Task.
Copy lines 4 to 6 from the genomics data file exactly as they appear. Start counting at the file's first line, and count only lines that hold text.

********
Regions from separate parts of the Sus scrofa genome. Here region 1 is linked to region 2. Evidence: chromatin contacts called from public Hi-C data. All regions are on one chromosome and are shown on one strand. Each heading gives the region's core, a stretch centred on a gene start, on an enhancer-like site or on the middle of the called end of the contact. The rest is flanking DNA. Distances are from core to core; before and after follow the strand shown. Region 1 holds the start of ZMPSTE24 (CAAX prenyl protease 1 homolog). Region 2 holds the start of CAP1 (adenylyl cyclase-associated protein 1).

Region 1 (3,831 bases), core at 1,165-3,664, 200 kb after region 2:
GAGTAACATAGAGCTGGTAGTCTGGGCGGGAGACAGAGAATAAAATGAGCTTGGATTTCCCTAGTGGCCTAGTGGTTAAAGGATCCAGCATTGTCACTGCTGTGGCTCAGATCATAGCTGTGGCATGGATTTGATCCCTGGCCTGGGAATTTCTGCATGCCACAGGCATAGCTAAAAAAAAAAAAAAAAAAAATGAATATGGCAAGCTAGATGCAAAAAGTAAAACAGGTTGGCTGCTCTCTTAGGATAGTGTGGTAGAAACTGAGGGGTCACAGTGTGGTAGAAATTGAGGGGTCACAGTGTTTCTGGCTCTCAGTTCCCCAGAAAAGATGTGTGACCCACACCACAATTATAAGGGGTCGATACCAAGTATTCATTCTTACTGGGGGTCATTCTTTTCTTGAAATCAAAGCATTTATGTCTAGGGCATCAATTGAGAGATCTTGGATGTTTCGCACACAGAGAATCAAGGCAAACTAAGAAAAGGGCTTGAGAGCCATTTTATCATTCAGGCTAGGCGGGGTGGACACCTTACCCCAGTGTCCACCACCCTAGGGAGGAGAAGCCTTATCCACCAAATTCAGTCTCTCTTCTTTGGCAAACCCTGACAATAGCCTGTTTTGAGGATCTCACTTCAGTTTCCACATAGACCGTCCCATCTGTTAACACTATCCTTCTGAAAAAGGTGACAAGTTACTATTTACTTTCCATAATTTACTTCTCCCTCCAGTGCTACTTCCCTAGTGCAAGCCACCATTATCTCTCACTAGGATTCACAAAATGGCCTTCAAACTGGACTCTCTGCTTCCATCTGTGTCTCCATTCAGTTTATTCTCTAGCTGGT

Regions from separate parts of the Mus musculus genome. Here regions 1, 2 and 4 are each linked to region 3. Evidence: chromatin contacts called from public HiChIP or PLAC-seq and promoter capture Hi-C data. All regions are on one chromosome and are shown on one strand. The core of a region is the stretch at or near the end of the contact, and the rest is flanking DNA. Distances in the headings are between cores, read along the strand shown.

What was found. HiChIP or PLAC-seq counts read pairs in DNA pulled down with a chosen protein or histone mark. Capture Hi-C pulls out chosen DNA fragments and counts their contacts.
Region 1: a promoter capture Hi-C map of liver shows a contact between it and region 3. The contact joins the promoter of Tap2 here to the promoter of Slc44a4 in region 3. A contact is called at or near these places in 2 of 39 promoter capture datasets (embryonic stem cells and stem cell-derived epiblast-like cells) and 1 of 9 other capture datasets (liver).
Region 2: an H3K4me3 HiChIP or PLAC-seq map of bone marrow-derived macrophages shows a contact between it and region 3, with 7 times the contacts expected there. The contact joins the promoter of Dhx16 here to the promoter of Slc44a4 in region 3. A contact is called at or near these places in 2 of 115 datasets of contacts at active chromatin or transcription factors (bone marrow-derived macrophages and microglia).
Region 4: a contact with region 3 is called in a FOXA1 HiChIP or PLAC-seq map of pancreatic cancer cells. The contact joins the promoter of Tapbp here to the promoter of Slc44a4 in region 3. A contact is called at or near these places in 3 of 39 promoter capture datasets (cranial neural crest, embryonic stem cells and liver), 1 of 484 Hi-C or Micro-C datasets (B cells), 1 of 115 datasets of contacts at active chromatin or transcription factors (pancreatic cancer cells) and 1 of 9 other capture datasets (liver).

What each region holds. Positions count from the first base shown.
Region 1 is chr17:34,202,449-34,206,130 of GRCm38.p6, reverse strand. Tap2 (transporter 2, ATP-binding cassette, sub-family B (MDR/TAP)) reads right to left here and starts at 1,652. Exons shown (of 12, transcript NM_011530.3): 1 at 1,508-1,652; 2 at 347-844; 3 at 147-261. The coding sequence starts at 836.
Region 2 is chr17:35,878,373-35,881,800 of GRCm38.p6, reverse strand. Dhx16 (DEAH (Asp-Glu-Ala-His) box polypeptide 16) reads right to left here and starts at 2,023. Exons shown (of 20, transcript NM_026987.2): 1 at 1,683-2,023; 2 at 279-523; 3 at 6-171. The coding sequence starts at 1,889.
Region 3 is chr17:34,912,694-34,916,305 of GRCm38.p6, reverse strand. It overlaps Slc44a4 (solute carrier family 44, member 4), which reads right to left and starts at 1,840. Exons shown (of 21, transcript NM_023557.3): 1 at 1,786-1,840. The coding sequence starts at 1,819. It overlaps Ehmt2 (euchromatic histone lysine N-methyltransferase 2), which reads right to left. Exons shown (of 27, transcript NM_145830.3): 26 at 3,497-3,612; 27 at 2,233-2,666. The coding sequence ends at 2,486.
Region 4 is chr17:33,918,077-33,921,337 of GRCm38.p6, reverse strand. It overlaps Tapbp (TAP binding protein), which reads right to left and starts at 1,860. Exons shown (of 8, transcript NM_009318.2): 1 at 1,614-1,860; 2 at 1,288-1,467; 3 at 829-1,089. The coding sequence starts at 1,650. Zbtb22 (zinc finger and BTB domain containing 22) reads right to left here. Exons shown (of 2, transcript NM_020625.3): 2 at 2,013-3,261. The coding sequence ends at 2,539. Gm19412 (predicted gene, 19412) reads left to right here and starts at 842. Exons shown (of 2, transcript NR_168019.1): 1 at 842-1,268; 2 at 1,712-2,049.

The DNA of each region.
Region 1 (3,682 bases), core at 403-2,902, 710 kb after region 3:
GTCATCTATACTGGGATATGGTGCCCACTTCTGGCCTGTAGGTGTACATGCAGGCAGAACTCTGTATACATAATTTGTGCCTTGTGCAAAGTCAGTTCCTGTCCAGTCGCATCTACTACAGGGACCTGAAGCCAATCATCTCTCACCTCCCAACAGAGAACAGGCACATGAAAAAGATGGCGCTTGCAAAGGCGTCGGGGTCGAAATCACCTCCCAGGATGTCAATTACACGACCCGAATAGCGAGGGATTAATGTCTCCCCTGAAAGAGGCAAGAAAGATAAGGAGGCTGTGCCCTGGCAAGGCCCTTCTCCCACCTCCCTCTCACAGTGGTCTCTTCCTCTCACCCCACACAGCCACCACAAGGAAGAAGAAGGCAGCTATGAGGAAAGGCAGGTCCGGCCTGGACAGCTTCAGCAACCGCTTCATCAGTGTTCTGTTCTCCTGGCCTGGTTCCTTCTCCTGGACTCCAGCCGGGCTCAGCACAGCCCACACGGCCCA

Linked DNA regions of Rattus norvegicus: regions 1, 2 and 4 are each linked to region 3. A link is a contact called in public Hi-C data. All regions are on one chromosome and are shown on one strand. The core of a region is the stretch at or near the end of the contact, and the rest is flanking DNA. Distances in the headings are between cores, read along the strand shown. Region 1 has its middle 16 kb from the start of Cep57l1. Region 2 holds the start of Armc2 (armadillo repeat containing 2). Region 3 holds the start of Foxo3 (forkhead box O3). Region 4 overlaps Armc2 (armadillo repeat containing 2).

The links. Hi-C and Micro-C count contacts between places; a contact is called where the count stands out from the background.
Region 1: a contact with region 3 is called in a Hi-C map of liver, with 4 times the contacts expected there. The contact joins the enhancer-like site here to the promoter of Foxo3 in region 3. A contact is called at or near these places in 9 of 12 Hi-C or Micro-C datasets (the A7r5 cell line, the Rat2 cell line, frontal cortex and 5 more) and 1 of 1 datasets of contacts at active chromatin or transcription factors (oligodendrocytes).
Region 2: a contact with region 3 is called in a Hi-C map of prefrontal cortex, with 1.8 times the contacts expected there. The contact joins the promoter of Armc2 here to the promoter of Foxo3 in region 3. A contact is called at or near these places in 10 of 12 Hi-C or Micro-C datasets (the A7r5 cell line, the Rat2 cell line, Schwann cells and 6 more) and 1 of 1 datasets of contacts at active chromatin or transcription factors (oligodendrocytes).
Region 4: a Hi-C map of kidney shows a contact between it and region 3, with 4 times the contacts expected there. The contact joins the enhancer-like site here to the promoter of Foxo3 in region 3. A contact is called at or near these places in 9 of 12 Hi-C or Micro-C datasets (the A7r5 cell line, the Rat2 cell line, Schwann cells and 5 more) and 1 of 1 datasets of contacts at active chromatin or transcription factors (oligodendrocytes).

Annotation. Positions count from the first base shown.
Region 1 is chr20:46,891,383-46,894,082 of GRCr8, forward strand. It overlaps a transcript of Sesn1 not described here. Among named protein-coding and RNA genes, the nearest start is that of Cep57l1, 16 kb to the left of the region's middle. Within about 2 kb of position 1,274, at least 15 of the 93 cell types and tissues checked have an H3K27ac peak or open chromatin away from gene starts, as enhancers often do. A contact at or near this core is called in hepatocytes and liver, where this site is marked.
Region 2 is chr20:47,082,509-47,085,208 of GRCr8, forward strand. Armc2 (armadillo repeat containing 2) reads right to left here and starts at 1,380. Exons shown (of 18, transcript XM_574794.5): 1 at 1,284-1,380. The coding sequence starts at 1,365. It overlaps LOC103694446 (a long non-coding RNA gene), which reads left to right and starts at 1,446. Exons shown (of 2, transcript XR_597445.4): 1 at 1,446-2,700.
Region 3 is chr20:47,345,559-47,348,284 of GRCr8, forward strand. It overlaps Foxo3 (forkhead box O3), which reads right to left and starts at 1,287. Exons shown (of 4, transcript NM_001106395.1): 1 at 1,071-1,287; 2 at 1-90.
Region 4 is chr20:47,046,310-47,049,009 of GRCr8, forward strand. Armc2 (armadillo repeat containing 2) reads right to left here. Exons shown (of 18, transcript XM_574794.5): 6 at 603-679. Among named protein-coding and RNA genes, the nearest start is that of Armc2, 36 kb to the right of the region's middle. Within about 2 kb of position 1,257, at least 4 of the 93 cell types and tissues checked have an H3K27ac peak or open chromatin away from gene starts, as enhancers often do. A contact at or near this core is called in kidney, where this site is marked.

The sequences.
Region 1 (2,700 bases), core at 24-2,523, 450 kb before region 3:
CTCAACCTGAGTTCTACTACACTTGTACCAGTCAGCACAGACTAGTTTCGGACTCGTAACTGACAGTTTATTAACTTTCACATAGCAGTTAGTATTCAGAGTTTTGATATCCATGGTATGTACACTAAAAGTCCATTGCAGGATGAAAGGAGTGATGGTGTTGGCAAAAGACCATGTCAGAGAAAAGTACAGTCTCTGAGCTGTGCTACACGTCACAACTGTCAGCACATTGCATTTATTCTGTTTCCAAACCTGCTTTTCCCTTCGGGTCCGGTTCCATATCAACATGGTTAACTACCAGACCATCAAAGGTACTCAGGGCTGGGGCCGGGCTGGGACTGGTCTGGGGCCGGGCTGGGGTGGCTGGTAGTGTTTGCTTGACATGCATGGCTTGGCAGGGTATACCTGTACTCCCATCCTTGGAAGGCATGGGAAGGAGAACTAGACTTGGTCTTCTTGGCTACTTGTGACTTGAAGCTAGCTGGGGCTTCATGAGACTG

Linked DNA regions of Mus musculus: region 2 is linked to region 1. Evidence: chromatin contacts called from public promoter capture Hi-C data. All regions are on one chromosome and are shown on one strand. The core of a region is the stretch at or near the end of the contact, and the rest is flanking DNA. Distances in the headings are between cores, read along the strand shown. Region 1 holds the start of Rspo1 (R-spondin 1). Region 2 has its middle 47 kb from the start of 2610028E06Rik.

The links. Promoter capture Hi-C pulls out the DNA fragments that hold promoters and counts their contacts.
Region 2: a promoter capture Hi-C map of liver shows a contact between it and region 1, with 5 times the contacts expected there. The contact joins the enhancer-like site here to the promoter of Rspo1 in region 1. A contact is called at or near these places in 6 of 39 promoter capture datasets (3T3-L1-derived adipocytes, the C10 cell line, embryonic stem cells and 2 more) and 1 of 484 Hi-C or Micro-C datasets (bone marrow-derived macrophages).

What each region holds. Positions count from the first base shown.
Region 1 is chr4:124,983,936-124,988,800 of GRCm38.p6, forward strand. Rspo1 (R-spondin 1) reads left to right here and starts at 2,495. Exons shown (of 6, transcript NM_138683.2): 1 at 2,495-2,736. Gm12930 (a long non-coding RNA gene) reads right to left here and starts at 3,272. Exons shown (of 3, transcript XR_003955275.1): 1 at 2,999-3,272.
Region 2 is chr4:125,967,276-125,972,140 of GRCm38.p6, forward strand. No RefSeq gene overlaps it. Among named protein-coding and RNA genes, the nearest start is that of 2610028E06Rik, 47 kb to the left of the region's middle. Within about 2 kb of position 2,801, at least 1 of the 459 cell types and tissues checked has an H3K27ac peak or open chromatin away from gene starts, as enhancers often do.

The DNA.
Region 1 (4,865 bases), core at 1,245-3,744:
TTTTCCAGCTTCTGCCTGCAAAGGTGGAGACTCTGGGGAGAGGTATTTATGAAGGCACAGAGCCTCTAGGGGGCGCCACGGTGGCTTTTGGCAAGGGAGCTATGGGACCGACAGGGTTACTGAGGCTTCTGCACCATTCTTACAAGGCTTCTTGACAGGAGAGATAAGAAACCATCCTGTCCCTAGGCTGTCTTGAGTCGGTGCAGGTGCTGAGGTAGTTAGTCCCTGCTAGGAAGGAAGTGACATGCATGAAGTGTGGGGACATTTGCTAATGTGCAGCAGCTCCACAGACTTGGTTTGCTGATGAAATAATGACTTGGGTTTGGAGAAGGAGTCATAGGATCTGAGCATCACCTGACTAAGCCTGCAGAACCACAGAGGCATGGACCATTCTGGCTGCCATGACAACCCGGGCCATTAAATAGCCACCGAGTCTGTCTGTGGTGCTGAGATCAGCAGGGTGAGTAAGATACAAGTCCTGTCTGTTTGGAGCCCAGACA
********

Regions from separate parts of the Mus musculus genome. Here regions 1, 2 and 4 are each linked to region 3. Evidence: chromatin contacts called from public HiChIP or PLAC-seq and promoter capture Hi-C data. All regions are on one chromosome and are shown on one strand. The core of a region is the stretch at or near the end of the contact, and the rest is flanking DNA. Distances in the headings are between cores, read along the strand shown.

What was found. HiChIP or PLAC-seq counts read pairs in DNA pulled down with a chosen protein or histone mark. Capture Hi-C pulls out chosen DNA fragments and counts their contacts.
Region 1: a promoter capture Hi-C map of liver shows a contact between it and region 3. The contact joins the promoter of Tap2 here to the promoter of Slc44a4 in region 3. A contact is called at or near these places in 2 of 39 promoter capture datasets (embryonic stem cells and stem cell-derived epiblast-like cells) and 1 of 9 other capture datasets (liver).